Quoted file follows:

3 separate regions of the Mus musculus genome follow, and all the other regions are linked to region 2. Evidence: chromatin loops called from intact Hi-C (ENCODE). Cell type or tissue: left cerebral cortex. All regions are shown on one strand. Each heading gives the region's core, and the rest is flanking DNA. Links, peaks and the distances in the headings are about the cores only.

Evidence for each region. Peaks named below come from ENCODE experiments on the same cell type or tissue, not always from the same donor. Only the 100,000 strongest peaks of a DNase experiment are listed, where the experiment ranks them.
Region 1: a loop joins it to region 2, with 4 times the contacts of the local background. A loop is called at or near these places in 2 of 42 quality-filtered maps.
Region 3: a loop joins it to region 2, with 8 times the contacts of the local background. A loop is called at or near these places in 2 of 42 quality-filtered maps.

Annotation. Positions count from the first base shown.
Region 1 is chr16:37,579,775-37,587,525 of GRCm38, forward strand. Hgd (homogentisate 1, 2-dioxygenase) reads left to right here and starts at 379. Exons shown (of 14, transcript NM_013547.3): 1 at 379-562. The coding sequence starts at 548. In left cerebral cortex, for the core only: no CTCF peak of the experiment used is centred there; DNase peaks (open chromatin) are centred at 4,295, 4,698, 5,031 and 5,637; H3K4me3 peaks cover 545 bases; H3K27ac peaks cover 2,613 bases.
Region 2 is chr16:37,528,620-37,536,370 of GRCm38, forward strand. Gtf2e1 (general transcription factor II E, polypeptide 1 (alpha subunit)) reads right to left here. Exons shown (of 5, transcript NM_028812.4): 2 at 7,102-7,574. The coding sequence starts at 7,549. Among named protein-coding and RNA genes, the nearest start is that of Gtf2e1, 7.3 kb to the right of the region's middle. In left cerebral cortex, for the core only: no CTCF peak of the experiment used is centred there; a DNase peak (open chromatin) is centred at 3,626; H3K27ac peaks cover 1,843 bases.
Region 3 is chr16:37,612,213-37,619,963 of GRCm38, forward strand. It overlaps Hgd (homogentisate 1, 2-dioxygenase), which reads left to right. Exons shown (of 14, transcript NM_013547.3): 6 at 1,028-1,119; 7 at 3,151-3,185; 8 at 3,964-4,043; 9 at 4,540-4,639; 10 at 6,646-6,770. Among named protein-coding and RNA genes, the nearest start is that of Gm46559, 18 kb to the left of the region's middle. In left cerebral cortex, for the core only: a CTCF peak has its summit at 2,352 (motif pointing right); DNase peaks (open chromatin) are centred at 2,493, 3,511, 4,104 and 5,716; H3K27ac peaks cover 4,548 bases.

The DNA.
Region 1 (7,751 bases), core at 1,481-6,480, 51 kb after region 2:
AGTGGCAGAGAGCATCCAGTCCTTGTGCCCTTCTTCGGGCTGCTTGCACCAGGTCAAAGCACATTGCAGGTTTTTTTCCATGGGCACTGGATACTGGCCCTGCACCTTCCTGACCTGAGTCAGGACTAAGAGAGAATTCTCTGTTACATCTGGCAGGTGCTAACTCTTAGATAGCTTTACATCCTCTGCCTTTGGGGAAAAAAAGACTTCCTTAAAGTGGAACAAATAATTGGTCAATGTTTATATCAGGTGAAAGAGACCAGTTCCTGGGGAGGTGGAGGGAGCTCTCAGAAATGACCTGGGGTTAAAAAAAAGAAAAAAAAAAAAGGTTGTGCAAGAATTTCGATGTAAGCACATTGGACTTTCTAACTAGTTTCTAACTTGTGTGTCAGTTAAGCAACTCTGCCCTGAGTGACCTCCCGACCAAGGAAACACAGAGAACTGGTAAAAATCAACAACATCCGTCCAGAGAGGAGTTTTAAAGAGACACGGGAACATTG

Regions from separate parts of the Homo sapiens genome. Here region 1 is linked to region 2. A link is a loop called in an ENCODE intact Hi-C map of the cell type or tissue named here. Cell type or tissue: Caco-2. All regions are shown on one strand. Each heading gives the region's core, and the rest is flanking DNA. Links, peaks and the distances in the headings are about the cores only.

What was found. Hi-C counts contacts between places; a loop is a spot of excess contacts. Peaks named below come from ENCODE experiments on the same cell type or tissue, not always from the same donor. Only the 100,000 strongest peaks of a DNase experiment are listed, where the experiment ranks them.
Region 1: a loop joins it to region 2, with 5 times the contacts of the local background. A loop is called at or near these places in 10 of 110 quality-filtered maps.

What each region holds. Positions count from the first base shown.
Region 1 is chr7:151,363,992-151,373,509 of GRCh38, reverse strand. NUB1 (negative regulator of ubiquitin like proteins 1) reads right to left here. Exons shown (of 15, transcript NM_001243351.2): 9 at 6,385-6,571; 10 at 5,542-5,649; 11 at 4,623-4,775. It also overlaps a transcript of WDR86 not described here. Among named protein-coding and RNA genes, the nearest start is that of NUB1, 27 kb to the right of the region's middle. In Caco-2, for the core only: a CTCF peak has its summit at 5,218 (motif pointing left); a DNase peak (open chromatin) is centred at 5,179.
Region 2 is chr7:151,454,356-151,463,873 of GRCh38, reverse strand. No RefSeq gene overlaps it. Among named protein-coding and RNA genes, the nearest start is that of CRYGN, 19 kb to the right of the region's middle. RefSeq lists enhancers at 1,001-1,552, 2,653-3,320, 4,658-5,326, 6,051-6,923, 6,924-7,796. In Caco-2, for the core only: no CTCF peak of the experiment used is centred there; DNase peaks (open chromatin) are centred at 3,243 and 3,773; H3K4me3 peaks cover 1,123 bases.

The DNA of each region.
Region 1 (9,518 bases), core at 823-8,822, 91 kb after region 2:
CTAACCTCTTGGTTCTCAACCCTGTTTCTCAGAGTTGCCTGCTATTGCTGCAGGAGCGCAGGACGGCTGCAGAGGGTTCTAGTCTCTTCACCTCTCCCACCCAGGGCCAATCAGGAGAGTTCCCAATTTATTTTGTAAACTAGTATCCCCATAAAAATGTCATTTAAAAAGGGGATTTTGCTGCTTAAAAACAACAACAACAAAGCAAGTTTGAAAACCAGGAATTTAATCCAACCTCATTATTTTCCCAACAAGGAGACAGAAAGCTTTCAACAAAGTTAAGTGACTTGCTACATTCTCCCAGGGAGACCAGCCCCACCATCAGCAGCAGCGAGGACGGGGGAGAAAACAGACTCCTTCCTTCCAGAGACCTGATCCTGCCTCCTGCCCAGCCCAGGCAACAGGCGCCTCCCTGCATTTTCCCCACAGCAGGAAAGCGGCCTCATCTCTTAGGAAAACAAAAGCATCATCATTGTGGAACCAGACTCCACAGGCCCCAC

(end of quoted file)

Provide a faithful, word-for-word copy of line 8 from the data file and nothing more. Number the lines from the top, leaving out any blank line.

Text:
Region 3 is chr16:37,612,213-37,619,963 of GRCm38, forward strand. It overlaps Hgd (homogentisate 1, 2-dioxygenase), which reads left to right. Exons shown (of 14, transcript NM_013547.3): 6 at 1,028-1,119; 7 at 3,151-3,185; 8 at 3,964-4,043; 9 at 4,540-4,639; 10 at 6,646-6,770. Among named protein-coding and RNA genes, the nearest start is that of Gm46559, 18 kb to the left of the region's middle. In left cerebral cortex, for the core only: a CTCF peak has its summit at 2,352 (motif pointing right); DNase peaks (open chromatin) are centred at 2,493, 3,511, 4,104 and 5,716; H3K27ac peaks cover 4,548 bases.